Where will aquaculture be in 10 years?

Editor’s note: The following is a guest blog post by one of GAA’s 30 Under 30 members, Lisa Vollbrecht. Lisa has a degree in Marine and Freshwater Biology from the University of Guelph. At Kampachi Farms in Hawaii, she supervises all research projects and provides direction and leadership to the research team. This is the fifth and final post in a five-part series by members of the 30 Under 30, in which Lisa writes about where she sees the aquaculture industry in 10 years’ time.

As young aquaculture professionals, we have the great privilege to advance an industry that is still now in a pioneering stage. Guided by earlier explorers, we will draw from a broad range of expertise to lead the rapid expansion and diversification of global aquaculture. This industry welcomes our talents, creativity and ingenuity to meet the seafood demands of a planet with increasingly limited resources. We have an unprecedented amount of training, technology, and global connectivity available to us to solve these upcoming challenges. The possibilities are energizing. We will learn, adapt, invent, preserve and persevere.

Innovations are already surfacing that can guide us into a productive and sustainable future. Selective breeding technologies can dramatically improve the growth trajectory of relatively new species to aquaculture, enabling shorter culture cycles and greater yields. Proactive health management (rooted in a better understanding of nutrition, genetics, and the microbiome) and advances in alternative feedstuffs will drive best practices for years to come. Ongoing synergies of aquaculture with the fields of computer science, environmental modelling, and engineering continue to buoy us into new production models and frontiers.

In addition to the innovation that will drive our industry forward, my 10-year vision for aquaculture necessitates collaboration and responsibility.


Intraspecific industry coalitions will facilitate species-wide solutions to address current and looming threats unique to the culture of a particular species. These collaborations could buffer the industry from setbacks and create a scaffold for rapid responses to potential issues. At the same time, we need to foster interspecific industry collaboration to enhance cohesive aquaculture messaging across the many trophic levels being cultured globally. This collaboration would enable streamlining and integration along pathways to market, building to a future benchmark of holistic usage of harvested stock to supply existing, and yet to be discovered, applications of aquaculture products.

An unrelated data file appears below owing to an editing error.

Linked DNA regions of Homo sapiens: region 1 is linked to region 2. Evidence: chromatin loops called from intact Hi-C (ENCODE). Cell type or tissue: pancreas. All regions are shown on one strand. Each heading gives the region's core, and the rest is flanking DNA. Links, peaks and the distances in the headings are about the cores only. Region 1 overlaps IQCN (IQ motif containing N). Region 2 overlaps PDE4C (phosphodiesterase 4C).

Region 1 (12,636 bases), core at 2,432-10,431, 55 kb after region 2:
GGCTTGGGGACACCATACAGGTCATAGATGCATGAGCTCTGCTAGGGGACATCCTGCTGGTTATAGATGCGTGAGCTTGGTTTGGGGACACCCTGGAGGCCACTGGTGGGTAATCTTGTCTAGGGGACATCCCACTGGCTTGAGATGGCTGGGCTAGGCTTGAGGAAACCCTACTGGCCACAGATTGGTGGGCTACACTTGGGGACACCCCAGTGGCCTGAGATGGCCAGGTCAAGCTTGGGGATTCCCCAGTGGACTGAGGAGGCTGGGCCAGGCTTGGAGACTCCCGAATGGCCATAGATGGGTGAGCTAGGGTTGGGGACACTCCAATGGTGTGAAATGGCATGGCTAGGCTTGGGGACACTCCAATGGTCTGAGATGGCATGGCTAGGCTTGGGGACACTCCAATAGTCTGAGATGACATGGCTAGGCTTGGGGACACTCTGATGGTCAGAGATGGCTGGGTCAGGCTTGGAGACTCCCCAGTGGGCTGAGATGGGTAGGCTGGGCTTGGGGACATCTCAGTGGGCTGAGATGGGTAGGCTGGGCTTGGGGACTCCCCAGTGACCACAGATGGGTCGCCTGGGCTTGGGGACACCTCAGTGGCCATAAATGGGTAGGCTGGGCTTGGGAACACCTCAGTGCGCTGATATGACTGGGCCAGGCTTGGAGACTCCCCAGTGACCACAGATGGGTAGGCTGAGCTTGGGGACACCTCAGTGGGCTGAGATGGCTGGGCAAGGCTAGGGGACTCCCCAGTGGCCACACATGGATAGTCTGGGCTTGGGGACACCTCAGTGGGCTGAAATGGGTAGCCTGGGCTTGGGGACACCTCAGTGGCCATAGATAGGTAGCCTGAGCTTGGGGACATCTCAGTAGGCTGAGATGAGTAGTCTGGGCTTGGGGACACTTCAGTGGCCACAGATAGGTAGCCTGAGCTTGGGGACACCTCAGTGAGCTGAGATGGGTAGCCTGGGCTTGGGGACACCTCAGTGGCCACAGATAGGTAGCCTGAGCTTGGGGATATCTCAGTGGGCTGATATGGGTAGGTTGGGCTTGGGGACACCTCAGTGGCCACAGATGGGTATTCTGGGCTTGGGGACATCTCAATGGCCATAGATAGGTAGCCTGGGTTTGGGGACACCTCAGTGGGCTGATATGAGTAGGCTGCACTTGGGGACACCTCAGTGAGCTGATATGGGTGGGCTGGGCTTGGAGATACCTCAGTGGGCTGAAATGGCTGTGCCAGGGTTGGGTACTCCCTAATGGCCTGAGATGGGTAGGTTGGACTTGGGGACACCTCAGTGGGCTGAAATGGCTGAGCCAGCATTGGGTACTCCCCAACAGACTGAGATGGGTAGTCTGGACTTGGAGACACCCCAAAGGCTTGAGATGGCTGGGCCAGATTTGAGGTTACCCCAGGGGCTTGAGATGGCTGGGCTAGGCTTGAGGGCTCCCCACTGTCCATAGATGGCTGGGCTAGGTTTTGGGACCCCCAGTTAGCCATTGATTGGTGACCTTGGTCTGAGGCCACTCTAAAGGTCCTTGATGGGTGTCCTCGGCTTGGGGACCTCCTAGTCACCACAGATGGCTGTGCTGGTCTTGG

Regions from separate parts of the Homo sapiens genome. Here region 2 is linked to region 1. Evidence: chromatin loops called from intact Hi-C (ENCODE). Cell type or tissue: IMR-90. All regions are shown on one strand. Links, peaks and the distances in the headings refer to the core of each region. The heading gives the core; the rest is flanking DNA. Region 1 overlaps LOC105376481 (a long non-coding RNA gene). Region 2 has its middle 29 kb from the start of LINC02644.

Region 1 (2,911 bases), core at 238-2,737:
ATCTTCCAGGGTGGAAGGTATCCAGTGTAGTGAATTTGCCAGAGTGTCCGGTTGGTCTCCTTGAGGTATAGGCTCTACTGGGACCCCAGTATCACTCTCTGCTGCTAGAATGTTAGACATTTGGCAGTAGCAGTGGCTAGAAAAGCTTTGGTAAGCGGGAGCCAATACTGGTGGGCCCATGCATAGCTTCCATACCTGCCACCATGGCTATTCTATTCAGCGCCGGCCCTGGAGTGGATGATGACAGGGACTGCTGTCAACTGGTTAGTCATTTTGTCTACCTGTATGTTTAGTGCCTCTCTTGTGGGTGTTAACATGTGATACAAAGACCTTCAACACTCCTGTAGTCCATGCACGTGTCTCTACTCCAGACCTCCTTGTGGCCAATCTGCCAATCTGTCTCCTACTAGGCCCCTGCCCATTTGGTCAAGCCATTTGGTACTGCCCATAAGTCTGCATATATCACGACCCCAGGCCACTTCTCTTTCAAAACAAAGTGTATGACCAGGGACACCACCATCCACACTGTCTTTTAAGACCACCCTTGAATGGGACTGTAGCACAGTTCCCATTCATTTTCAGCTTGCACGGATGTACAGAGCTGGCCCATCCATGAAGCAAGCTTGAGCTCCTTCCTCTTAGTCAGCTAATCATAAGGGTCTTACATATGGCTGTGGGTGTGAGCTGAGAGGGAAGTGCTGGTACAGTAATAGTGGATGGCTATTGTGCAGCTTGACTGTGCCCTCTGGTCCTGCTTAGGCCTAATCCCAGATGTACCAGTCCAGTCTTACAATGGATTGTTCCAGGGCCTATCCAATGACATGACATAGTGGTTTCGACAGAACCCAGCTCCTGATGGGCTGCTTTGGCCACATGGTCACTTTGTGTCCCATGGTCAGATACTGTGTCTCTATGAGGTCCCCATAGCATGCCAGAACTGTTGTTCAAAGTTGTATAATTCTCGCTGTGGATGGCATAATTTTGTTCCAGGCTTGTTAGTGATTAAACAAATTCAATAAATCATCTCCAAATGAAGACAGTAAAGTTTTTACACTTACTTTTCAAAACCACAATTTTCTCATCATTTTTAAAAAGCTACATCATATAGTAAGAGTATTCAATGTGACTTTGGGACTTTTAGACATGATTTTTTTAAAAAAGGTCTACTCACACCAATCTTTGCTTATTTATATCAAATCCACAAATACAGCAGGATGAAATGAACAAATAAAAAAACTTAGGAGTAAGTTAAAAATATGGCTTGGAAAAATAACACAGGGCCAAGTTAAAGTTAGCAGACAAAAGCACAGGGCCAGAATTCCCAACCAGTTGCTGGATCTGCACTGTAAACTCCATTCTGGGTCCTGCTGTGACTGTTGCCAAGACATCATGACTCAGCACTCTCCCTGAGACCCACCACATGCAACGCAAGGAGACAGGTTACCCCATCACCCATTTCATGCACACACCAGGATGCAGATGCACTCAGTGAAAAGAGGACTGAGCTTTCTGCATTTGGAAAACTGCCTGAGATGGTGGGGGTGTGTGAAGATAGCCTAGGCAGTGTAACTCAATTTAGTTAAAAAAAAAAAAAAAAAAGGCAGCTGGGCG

Where will aquaculture be in 10 years?Responsibility

Environmental responsibility urges that we align high intensity cultivation with the limitations and rhythms of the natural environment. We need healthy waters to grow healthy aquaculture products, plain and simple. We are growing the future of seafood, and we have an opportunity to inject science-driven forethought into the sustainable siting and expansion of the industry. In 10 years, my hope is that we’ll be capitalizing on our use of science-based decision and policy-making for the well-planned, responsible evolution of aquaculture. It is also our responsibility to not only “do good,” but to show it. Being transparent about our actions as farmers and operators – being proud of what we do – means also facilitating a future of open dialogue around aquaculture, which will educate and empower consumers for that moment when their number is called at the seafood counter.

In a grander sense, I’m hopeful that the delicious seafood of our industry could be a tangible way to better connect us all to the blue part of our planet – what’s under the surface – and stimulate awareness for conservation of our waters.

This isn’t just a vision through rose-coloured goggles. Our future is palpable to the industry leaders who are converging on strategies to realize the sustainable growth of global aquaculture. We are already in a movement. A moment. This is a notable hatch mark on our timeline. The future of seafood is taking shape.

If our industry timeline were a kampachi production cycle, we’d be collecting yet another batch of high-viability, dazzling eggs – the newest ideas that will drive the coming years of innovation. It is our duty and our joy to rear them; to be attentive to their requirements and creative with our solutions; to be stewards of the environment in which they’ll be reared; and to work diligently together towards a bountiful harvest. Who’s in?